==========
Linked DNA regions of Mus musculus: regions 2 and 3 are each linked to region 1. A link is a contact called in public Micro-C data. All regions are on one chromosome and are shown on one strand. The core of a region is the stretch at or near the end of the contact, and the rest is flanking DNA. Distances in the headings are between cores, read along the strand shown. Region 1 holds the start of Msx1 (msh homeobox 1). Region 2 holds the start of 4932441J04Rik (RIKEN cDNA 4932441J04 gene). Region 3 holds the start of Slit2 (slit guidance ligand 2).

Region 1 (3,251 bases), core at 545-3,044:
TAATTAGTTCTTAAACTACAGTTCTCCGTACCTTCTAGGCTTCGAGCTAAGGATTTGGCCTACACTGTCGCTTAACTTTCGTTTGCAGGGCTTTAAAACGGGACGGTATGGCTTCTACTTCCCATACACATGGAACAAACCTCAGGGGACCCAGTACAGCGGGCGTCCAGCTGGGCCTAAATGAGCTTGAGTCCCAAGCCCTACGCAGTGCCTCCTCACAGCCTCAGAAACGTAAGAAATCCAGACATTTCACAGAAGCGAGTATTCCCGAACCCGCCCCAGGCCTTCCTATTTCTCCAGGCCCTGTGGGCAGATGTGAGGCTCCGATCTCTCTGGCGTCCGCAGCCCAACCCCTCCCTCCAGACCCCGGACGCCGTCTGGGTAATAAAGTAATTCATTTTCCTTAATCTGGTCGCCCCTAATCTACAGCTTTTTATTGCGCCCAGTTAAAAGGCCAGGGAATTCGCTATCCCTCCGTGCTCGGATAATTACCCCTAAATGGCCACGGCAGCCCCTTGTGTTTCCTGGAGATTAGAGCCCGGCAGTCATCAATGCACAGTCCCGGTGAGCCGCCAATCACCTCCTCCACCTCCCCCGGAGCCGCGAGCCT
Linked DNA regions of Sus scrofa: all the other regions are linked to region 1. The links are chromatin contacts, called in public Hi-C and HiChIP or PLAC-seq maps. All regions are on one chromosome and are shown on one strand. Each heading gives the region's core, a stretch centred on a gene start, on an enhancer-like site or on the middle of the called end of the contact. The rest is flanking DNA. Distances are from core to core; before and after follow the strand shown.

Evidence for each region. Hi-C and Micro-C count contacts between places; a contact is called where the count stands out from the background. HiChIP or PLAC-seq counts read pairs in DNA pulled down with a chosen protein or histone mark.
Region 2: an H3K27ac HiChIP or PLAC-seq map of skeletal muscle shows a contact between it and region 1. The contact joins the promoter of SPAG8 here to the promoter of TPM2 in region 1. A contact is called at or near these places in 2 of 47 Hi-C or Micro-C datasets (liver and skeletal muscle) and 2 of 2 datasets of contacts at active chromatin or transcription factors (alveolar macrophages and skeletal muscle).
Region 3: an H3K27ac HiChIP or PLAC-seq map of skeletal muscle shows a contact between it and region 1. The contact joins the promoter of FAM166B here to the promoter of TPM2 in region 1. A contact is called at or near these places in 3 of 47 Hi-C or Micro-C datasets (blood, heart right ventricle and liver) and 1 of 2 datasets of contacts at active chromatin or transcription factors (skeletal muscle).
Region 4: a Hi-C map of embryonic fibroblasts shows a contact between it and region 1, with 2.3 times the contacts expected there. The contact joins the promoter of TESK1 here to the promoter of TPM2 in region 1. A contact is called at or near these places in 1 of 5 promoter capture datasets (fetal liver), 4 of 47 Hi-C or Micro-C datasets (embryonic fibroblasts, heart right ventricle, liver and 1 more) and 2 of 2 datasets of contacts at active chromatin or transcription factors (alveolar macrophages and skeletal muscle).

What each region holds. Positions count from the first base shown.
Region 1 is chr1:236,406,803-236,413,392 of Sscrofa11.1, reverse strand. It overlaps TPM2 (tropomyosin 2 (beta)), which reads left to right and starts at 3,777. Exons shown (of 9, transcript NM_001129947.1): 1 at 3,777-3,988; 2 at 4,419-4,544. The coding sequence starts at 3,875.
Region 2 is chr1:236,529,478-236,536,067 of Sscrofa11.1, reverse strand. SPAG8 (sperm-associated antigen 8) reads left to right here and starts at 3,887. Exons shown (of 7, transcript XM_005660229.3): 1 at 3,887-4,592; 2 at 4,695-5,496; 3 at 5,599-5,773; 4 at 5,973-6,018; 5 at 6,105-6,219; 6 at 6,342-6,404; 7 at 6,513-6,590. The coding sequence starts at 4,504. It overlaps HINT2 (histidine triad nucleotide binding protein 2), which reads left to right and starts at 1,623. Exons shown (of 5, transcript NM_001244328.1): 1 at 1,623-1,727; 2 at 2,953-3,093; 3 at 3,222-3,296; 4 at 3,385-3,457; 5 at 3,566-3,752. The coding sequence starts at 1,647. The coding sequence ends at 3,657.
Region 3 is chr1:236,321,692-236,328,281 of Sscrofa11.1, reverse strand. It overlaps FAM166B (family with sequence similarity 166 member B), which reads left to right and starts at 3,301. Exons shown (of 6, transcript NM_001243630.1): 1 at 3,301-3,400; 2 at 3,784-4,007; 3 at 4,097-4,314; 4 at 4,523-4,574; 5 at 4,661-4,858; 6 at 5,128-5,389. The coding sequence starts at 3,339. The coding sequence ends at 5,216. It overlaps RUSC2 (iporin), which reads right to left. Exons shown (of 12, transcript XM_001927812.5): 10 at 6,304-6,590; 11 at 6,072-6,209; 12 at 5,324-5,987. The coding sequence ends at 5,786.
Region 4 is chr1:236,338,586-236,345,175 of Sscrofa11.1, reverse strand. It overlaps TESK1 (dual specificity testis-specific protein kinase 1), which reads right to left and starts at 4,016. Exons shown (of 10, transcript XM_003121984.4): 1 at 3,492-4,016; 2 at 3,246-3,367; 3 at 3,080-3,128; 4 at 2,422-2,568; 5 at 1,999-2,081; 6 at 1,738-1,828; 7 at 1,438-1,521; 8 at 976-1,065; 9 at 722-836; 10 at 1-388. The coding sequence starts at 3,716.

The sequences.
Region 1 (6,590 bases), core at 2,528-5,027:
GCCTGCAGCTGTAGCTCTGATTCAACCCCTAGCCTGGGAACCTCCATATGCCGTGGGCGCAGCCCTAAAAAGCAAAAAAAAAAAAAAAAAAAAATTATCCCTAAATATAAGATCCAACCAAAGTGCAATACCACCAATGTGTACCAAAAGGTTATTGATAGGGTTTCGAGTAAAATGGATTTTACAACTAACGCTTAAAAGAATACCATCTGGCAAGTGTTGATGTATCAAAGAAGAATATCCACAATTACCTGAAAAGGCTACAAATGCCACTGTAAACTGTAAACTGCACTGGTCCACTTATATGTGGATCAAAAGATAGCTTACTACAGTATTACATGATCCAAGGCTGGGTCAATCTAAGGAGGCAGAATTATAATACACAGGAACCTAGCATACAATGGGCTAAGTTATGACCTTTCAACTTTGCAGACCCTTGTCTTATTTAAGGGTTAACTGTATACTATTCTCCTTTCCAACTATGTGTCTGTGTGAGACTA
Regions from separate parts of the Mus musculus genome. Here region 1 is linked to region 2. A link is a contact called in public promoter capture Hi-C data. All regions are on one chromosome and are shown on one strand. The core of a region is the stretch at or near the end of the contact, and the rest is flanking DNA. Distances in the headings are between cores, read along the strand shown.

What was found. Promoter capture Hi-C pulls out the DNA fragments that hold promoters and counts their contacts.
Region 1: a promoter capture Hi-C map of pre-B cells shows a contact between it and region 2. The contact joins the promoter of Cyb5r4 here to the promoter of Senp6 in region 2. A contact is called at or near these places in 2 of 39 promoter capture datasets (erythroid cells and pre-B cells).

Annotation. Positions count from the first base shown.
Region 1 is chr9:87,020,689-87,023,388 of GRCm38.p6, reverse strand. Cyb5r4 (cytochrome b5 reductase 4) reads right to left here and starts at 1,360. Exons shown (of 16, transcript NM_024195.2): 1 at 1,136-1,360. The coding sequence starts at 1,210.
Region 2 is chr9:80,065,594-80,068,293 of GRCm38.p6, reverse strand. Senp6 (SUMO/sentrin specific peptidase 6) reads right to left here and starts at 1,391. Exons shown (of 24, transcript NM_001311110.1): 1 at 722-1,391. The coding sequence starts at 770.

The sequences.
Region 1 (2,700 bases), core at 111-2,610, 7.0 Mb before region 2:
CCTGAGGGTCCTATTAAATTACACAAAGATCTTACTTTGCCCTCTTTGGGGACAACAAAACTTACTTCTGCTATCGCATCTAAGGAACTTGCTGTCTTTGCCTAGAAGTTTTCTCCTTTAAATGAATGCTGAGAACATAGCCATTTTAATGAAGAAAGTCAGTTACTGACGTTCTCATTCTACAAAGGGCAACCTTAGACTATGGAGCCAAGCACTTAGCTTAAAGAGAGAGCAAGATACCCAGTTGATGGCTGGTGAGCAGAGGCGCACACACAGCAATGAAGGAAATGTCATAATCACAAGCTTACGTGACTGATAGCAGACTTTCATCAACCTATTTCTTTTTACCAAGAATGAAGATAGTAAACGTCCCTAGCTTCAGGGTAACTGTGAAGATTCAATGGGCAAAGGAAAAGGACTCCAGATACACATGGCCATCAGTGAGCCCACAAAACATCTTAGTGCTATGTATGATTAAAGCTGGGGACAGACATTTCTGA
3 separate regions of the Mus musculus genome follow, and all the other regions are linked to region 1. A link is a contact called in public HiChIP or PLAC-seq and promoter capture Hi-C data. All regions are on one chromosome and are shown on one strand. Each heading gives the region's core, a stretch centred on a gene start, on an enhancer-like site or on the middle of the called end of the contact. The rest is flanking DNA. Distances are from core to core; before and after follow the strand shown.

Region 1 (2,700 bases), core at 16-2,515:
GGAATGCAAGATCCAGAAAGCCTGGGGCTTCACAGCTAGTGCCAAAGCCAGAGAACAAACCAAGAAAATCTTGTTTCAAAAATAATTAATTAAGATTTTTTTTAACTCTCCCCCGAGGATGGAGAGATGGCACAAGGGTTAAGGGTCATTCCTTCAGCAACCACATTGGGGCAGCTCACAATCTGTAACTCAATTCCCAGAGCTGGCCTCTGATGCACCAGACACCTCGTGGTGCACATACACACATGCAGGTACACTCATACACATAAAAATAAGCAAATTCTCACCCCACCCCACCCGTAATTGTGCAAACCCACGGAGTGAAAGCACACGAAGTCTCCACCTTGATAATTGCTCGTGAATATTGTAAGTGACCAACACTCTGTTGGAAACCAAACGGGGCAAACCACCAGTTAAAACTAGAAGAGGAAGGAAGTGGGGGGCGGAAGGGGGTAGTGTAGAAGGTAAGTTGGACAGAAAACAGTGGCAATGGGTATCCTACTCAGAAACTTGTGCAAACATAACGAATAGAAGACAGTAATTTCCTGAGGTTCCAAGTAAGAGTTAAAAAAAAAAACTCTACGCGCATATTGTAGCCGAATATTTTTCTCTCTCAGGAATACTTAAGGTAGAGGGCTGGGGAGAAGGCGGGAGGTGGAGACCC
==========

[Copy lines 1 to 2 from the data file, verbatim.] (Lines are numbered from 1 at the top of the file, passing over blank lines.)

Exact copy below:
Linked DNA regions of Mus musculus: regions 2 and 3 are each linked to region 1. A link is a contact called in public Micro-C data. All regions are on one chromosome and are shown on one strand. The core of a region is the stretch at or near the end of the contact, and the rest is flanking DNA. Distances in the headings are between cores, read along the strand shown. Region 1 holds the start of Msx1 (msh homeobox 1). Region 2 holds the start of 4932441J04Rik (RIKEN cDNA 4932441J04 gene). Region 3 holds the start of Slit2 (slit guidance ligand 2).

Region 1 (3,251 bases), core at 545-3,044: